Natasha, Isabelle, and I are blessed to have such a huge place to ourselves (seriously, who the heck needs two living rooms?), so we decided to open it up and host a wine tasting party for our new friends. Our home was warm (with red, with white, and with chattering bodies), so we moved onto the balcony and wished for more summer nights. It’s hard to believe that orientation starts tomorrow, and there will be more things that are full – full houses, full glasses, and full hearts.
Today was 30 degrees, so 3 Germans, 2 Swedes, an Austrian, a Russian, and a Canadian drove along the French shoreline and explored the beaches of the coastal towns. The first place we went was the Dune De Pyla, which had mountains of sand as far as our eyes could see. On one side was a forest, and the other was the sea. We were disappointed when some locals told us that the dune was too steep to go down to the water, so drove on the countryside to some of the other beaches in Arcachon, which had the cutest old buildings and way overpriced food (haha).
We dove into the Atlantic Ocean, tip-toeing at first because of the cold, but then after – headfirst, with eyes closed, because it’s painless that way. When we sunbathed, the water kept crawling closer and closer to us, until it tickled our toes.
“Look,” Osker said, “The ocean is inviting us to come back for a swim.”
We talked about the way water is where we’re from, and I thought about how home often feels like sand in between our toes and salt in our hair.
“I’m used to the cold ocean, because the water is always freezing in Swedan.”
“In Munich, there is no ocean, but there is a huge river where people can surf.”
At the beginning, we were strangers, but at the end of the day, we parted ways like the French do: cheek-to-cheek on summer skin and kisses that smell like saltwater and ice cream.
Meet my roomies (aka, my new Russian baby sister and German mother)! Here are 3 facts about each of them:
1) Loves the opera and classical music (and also American music, haha).
2) Has never seen the ocean before (which we will change tomorrow)!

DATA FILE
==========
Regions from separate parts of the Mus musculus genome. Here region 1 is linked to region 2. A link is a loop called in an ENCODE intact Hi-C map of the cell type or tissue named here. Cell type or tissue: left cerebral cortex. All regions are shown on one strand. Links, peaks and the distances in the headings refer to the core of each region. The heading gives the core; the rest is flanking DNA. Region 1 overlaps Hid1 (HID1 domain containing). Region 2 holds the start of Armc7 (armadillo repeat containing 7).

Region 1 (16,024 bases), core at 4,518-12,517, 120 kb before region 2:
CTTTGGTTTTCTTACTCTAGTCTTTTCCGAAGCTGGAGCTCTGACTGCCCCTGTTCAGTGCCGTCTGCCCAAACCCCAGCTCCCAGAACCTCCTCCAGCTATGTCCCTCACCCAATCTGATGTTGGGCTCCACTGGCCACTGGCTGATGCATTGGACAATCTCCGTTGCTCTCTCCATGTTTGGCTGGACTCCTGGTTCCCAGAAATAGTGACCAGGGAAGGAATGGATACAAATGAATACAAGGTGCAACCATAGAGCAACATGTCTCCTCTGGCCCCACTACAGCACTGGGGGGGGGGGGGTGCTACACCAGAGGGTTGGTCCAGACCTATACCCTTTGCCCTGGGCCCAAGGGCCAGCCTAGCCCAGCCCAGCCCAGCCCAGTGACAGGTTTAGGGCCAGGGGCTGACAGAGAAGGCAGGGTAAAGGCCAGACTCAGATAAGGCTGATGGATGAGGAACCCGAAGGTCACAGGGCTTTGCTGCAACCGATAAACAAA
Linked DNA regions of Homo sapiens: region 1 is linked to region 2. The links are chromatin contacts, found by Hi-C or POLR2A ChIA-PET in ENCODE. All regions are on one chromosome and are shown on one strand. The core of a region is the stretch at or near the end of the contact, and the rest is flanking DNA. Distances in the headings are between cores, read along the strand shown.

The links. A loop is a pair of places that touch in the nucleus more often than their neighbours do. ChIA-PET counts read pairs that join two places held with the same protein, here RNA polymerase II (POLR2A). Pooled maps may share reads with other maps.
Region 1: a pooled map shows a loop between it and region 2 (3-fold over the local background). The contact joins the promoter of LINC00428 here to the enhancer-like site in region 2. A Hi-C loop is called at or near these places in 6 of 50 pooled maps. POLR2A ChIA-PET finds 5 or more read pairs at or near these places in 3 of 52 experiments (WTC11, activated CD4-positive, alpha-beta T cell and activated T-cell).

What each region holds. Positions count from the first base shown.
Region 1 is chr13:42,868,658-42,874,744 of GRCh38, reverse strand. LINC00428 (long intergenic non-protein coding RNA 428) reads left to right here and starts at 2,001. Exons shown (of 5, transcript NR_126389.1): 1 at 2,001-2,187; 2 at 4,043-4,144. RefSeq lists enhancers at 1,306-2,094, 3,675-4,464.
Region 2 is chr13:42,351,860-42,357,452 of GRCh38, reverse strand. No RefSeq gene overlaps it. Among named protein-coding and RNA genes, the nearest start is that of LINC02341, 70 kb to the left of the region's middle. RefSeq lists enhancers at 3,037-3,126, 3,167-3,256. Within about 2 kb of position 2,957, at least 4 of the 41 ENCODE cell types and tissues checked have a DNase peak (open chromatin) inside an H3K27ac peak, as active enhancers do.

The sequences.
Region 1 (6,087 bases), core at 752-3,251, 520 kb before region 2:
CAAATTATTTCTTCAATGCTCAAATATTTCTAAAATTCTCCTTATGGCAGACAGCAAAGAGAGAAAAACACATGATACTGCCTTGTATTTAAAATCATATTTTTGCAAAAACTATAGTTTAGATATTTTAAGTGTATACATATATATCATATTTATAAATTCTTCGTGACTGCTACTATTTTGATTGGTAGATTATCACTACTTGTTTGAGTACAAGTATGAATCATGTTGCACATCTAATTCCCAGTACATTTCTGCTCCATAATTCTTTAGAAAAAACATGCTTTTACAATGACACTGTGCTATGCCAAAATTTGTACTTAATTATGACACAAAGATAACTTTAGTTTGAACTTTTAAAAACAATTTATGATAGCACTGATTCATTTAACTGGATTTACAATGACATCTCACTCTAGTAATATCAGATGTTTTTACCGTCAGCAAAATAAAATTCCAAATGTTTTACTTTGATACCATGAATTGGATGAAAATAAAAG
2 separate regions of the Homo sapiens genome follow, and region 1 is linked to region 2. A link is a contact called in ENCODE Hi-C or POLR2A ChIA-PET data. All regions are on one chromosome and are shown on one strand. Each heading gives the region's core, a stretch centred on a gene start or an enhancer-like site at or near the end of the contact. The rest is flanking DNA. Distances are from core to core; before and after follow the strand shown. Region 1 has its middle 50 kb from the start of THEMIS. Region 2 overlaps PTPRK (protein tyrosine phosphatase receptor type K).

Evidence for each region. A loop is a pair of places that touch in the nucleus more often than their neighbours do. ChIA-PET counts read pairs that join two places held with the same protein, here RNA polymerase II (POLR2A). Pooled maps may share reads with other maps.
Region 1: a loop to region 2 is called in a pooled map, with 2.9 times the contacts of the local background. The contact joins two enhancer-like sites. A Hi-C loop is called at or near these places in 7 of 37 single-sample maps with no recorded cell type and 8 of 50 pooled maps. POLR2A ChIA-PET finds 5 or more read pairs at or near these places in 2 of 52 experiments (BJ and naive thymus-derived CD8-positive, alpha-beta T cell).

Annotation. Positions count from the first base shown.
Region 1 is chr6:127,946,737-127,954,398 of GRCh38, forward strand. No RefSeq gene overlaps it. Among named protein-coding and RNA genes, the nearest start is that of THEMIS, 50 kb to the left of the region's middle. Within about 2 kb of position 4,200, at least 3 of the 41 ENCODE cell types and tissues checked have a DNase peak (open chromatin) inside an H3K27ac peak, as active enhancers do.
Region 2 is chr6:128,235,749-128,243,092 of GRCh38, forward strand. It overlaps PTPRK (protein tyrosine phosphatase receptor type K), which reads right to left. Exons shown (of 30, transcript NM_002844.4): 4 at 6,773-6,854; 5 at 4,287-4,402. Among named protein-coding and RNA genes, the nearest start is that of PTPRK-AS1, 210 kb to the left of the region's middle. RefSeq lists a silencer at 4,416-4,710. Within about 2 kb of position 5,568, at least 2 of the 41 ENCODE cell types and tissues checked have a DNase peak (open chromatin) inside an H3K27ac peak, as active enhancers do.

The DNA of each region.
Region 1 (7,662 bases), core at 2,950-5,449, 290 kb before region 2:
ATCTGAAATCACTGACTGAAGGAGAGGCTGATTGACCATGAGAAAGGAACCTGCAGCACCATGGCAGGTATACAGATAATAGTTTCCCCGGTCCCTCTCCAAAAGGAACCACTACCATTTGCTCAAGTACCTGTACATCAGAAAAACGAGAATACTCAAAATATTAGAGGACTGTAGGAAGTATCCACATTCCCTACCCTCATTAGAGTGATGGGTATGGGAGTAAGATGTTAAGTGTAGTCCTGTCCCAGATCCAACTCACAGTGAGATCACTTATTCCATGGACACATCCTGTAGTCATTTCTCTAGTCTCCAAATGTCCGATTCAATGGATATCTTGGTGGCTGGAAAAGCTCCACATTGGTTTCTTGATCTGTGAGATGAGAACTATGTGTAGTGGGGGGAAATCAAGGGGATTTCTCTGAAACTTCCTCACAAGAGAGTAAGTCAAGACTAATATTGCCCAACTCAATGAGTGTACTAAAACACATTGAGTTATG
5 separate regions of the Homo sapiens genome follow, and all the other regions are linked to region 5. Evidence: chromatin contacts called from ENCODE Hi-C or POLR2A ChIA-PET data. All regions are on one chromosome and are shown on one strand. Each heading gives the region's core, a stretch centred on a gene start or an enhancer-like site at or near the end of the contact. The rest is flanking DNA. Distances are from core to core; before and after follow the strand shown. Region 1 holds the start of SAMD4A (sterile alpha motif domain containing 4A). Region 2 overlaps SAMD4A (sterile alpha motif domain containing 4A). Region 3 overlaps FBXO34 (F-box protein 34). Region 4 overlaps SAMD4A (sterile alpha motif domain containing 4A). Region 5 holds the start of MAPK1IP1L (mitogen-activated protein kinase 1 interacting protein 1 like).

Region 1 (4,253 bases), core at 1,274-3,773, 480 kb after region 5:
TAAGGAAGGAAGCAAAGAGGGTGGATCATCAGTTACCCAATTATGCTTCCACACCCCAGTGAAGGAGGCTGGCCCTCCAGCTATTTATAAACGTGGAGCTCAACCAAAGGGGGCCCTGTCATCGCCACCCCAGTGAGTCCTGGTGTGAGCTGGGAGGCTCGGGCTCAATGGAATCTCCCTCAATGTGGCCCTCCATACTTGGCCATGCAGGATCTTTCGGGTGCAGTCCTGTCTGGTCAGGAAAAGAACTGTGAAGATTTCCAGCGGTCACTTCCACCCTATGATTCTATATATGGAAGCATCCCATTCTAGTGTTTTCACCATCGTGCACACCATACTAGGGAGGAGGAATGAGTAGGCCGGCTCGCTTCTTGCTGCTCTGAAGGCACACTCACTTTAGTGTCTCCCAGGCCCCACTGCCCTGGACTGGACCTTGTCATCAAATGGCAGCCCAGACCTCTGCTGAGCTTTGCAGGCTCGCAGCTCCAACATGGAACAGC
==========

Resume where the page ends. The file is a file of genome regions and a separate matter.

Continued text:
3) Is afraid of any creature that flies.
1) Loves to go surfing.
2) Has an Australian accent when she speaks English.
3) Drove here all the way from Germany, which means we have a car and our lives are 10x easier!!!
As of today, we can officially call our flat a home, because as Natasha says, “A home is not a home until it has food in it.” We made our first meal together, and they have been the best for flipping my homesickness around. Tomorrow, we go to the beach!
Last night, I arrived in Bordeaux after 18 hours of travelling feeling tired, sick, brokenhearted, jet-lagged, and more alone and helpless than I had ever felt in my entire life. I was by myself in a random hotel and had no idea how I was going to move into my new place, and I was wondering when my exchange was going to start being as fun as everyone says it is. But! There were words from home that have kept me encouraged for the past 48 hours, and I probably would have jumped right back onto the plane if I didn’t have letters from loved ones (and friends calming me down on Facebook) and hope that Jesus has prepared a place somewhere for me here.
“A little blue covered with peace is the best place to be.”
This morning, I somehow had the bravery to figure out Bordeaux transit with only Google Maps screenshots on my phone, and asked for help at my school. As the day went on, my heart became lighter and lighter, and everyone has been kind to me. As of 2 hours ago, I’ve officially moved into my new place, and my roommate has kept my spirits high. Here’s a photo of my apartment:
I could have cried from happiness at how beautiful it is if I hadn’t already cried so much before. I think the good part starts now.